Complicating infectious foci in patients with Staphylococcus aureus or Streptococcus species bacteraemia.
until further notice
SourceEuropean Journal of Clinical Microbiology and Infectious Diseases, 26, 2, (2007), pp. 105-113
Article / Letter to editor
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Epidemiology, Biostatistics & HTA
European Journal of Clinical Microbiology and Infectious Diseases
SubjectEBP 2: Effective Hospital Care; IGMD 2: Molecular gastro-enterology and hepatology; IGMD 7: Iron metabolism; N4i 1: Pathogenesis and modulation of inflammation; N4i 2: Invasive mycoses and compromised host; NCEBP 14: Cardiovascular diseases; NCEBP 2: Evaluation of complex medical interventions; NCMLS 1: Immunity, infection and tissue repair; NCMLS 1: Infection and autoimmunity; ONCOL 3: Translational research; ONCOL 4: Quality of Care; ONCOL 5: Aetiology, screening and detection; UMCN 2.1: Heart, lung and circulation; UMCN 4.1: Microbial pathogenesis and host defense; UMCN 5.5: Nutrition and Health; EBP 2: Effective Hospital Care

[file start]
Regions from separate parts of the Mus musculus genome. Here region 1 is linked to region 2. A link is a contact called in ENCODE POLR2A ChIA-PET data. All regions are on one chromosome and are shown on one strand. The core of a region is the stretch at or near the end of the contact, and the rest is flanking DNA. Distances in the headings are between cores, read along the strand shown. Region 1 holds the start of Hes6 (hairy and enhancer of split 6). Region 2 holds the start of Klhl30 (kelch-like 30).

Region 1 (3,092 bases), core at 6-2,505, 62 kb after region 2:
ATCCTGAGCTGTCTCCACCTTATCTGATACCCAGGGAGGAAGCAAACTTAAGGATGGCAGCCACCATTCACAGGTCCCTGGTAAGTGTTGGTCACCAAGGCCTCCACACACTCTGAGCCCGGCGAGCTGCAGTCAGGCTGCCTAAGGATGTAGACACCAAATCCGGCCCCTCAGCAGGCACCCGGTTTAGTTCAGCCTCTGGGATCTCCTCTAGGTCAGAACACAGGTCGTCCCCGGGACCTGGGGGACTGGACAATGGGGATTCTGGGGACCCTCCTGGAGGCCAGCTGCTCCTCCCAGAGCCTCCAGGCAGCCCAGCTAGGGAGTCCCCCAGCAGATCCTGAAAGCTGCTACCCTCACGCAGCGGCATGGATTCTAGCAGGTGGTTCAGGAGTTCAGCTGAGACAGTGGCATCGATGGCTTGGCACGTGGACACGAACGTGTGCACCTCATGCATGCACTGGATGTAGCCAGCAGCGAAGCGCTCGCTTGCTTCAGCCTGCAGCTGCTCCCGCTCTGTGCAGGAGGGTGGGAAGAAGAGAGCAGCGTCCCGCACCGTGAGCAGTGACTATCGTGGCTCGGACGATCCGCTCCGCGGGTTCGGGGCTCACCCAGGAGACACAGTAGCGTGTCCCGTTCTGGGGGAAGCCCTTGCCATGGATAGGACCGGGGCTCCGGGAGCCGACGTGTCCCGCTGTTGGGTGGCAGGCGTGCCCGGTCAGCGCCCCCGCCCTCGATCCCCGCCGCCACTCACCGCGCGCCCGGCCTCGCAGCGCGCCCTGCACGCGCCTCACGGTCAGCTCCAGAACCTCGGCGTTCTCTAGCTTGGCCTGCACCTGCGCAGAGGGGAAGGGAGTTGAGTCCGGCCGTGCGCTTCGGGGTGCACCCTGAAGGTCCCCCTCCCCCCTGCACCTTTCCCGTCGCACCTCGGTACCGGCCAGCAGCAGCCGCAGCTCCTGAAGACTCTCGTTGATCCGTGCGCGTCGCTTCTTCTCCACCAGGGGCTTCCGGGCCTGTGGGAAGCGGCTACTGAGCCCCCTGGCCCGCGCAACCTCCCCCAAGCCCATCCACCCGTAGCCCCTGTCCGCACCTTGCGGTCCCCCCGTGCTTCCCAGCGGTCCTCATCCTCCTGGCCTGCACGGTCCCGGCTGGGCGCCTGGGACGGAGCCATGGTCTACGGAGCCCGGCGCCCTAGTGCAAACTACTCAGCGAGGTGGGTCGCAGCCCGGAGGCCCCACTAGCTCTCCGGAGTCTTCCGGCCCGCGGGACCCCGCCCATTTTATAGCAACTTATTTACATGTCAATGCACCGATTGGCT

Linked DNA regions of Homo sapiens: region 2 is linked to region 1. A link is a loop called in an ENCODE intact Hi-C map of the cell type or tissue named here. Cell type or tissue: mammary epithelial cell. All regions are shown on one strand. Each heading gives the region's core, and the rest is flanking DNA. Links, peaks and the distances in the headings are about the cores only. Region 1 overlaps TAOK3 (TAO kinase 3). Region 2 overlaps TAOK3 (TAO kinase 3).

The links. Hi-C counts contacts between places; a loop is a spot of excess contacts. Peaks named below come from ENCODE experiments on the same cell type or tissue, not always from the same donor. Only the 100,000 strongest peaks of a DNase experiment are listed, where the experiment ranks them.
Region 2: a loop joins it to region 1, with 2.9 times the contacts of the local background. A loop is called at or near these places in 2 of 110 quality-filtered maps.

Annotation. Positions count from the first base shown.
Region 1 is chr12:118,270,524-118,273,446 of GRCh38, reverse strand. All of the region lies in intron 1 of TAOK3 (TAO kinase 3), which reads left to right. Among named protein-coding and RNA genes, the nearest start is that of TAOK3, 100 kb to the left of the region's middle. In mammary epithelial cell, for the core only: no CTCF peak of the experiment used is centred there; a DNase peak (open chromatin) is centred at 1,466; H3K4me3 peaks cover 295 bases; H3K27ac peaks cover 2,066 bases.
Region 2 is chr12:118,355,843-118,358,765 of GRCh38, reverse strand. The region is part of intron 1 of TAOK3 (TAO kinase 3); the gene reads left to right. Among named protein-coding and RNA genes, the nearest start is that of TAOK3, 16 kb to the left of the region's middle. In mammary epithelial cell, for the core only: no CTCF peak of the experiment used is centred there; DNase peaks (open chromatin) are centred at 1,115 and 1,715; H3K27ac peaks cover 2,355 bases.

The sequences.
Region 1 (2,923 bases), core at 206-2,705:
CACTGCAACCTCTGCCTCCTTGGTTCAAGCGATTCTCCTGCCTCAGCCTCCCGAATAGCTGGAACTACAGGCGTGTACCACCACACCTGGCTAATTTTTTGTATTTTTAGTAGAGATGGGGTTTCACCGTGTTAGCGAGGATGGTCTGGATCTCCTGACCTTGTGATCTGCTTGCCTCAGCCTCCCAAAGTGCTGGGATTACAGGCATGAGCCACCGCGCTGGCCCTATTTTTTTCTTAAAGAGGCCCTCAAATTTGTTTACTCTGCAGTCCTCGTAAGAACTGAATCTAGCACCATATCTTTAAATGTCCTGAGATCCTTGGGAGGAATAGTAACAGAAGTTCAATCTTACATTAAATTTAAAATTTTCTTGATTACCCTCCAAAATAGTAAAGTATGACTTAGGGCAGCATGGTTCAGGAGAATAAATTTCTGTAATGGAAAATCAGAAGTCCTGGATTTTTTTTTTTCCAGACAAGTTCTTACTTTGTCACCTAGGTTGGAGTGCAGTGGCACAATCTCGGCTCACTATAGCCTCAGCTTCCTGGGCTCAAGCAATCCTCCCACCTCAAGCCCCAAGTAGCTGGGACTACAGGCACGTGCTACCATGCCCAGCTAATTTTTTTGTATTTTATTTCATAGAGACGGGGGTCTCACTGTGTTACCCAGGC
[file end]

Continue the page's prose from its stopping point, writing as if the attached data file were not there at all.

Complicating infectious foci resulting from haematogenous or local spread of microorganisms are observed frequently in patients with Staphylococcus aureus bacteraemia (SAB) or Streptococcus species bacteraemia (SSB). The aim of this study was to compare the epidemiology of complicating infectious foci during SAB and SSB in a university hospital in The Netherlands. The charts of all adult patients diagnosed with SAB or SSB (except for Streptococcus pneumoniae bacteraemia) from July 2002 until December 2004 were reviewed retrospectively. Overall, 180 immunocompetent patients were identified, 127 with SAB and 53 with SSB. The percentage of patients with complicating infectious foci (39% of SAB patients, 25% of SSB patients) did not differ significantly between the groups. Endocarditis and cerebral involvement, however, were significantly more common in the SSB group. Of all complicating infectious foci, 32% lacked guiding signs or symptoms and 10% were detected only at autopsy. Factors associated with the development of complicating infectious foci were a delay in treatment for more than 48 h after the onset of symptoms, community acquisition, persistently positive blood cultures, congenital heart disease, and the presence of foreign bodies or prosthetic valves. Infection-related mortality was 18% in SAB patients and 11% in SSB patients and was significantly higher in patients with complicating infectious foci (29 vs. 9%). In conclusion, complicating infectious foci develop in approximately one-third of all patients with SAB and SSB. An active approach that entails searching for the complicating infectious foci is warranted in these patients, because only two-thirds of complicated infectious foci have guiding symptoms or signs, and infection-related mortality is significantly increased in patients with complicating infectious foci compared to patients without these infections.
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